Bursary enables Tembusu student to do more for community

June 05, 2013

Article extracted from NUS Development Office website. For original article, click here.

Second Year student Valencia Ng won the National University of Singapore (NUS) Student Achievement Award this year. But not so long ago, she was plagued by fears of having to worsen the financial strain on her parents by making them pay for her education or the prospect of heavy debts on graduation.

However, thanks to the SR Nathan Bursary, those days are behind her. She says, “When I received the Bursary from kind and generous donors, I was really touched and filled with gratitude. It has helped to supplement my allowance so that I no longer have to worry about living expenses and tuition fees. More importantly, my parents now do not have to worry about my school fees.” The SR Nathan Bursary was set up by the Community Foundation of Singapore, on behalf of the S R Nathan Education Upliftment Fund.

Bursaries are critical tools in NUS’ endeavour to encourage upward social mobility. Gifts to bursaries have far-reaching impact on improving the lives of students like Valencia and their families, many of whom are from Singapore’s lowest per capita income households. Bursaries help to level the playing field for these students. They can reduce the amount of part-time work they take on and focus on their studies and improve their grades. And by incurring a lower debt burden, they can immediately improve the wellbeing of their families when they start their first job.

Valencia, who is very interested in community work, originally wanted to pursue a degree in social work. However, she went ahead with a degree in Chemistry with a minor in Human Services on her parents’ advice.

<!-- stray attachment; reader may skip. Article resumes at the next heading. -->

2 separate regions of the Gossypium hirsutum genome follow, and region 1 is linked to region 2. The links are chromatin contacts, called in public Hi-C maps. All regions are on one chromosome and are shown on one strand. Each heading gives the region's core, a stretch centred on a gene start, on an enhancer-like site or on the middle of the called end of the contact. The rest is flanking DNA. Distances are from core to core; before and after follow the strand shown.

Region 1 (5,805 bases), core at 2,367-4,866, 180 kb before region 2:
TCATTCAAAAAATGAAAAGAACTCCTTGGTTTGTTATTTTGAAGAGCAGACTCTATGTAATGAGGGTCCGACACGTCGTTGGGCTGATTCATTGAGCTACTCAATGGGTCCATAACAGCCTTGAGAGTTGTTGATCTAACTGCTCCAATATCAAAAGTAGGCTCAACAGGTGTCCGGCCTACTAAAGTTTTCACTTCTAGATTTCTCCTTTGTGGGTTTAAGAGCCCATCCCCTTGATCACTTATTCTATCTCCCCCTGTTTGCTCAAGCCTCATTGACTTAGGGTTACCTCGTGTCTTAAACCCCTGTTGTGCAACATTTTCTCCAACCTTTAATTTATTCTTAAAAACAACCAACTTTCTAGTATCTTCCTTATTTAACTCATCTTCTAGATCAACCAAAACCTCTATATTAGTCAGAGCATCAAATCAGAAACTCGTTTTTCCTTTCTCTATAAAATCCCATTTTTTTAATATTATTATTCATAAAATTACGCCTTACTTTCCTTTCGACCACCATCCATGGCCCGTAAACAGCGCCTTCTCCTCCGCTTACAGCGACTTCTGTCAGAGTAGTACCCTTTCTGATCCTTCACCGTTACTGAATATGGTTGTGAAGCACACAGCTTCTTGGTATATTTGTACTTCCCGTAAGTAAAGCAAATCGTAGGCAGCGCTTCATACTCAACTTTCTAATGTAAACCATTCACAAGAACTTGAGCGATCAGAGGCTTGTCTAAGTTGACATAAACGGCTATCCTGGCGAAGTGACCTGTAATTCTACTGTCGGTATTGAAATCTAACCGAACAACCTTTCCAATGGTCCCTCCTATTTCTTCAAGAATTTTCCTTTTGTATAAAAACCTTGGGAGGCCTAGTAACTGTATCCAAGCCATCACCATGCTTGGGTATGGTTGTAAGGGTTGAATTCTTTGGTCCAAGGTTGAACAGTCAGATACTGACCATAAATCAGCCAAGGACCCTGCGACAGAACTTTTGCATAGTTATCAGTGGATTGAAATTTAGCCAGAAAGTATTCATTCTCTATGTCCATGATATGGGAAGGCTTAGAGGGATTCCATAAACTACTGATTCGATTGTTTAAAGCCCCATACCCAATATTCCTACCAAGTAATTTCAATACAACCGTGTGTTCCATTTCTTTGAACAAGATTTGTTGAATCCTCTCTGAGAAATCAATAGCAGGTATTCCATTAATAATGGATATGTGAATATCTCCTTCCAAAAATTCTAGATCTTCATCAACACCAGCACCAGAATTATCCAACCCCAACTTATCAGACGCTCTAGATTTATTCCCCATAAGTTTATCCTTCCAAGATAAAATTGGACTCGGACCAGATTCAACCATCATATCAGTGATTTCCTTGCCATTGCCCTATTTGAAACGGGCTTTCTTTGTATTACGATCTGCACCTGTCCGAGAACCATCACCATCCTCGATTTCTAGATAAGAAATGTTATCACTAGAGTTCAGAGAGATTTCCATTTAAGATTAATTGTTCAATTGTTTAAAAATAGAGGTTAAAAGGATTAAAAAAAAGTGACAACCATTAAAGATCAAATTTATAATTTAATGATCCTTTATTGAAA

Valencia continues to be involved in various community projects. In 2012, she was the project director for Operation Smile Carnival, which sought to raise awareness of the cleft lip condition in children, locally and globally. The project won the Silver award for the Pitch to SHINE grant by the National Youth Council, which funds youth projects that encourage contributions to the community.

Valencia’s contributions to society were highlighted at this year’s Student Achievement Awards, organised by NUS’ Office of Student Affairs. The Awards recognise students and groups who have excelled in activities outside the classroom, making significant contributions to society and bringing honour to NUS.

“When Professor Tan Chorh Chuan commended me, I finally realised the significance of the community projects I’ve done. I feel that a lot of times, we gauge the success of an event by the amount of recognition we get or the scale of the project. What I learnt was to gauge the success by the intention, and only then can we really feel the impact that we are making, however small it may be.”

With her financial worries taken care of, Valencia, who lives on campus in University Town’s Tembusu College, is able to engage in meaningful work and activities. She has initiated a mentoring programme, TMentors, which encourages NUS students to give back to society through teaching students of the nearby New Town Secondary School and introducing them to diverse interests and skill-sets. Come this summer break, Valencia will also be taking up a teaching position at the Asian Women Welfare Association.

Valencia expresses her thanks to NUS for giving her the opportunity to use her time to do meaningful work. She says, “With the financial load off my shoulders, I am able to concentrate better on my studies and use my time to realise my passion for community service.”


The Tembusu (Fagraea fragrans) is a large evergreen tree in the family Gentianaceae. It is native to Southeast Asia. Its trunk is dark brown, with deeply fissured bark, looking somewhat like a bittergourd. It grows in an irregular shape from 10 to 25m high. Its leaves are light green and oval in shape. Its yellowish flowers have a distinct fragrance and the fruits of the tree are bitter tasting red berries, which are eaten by birds and fruit bats.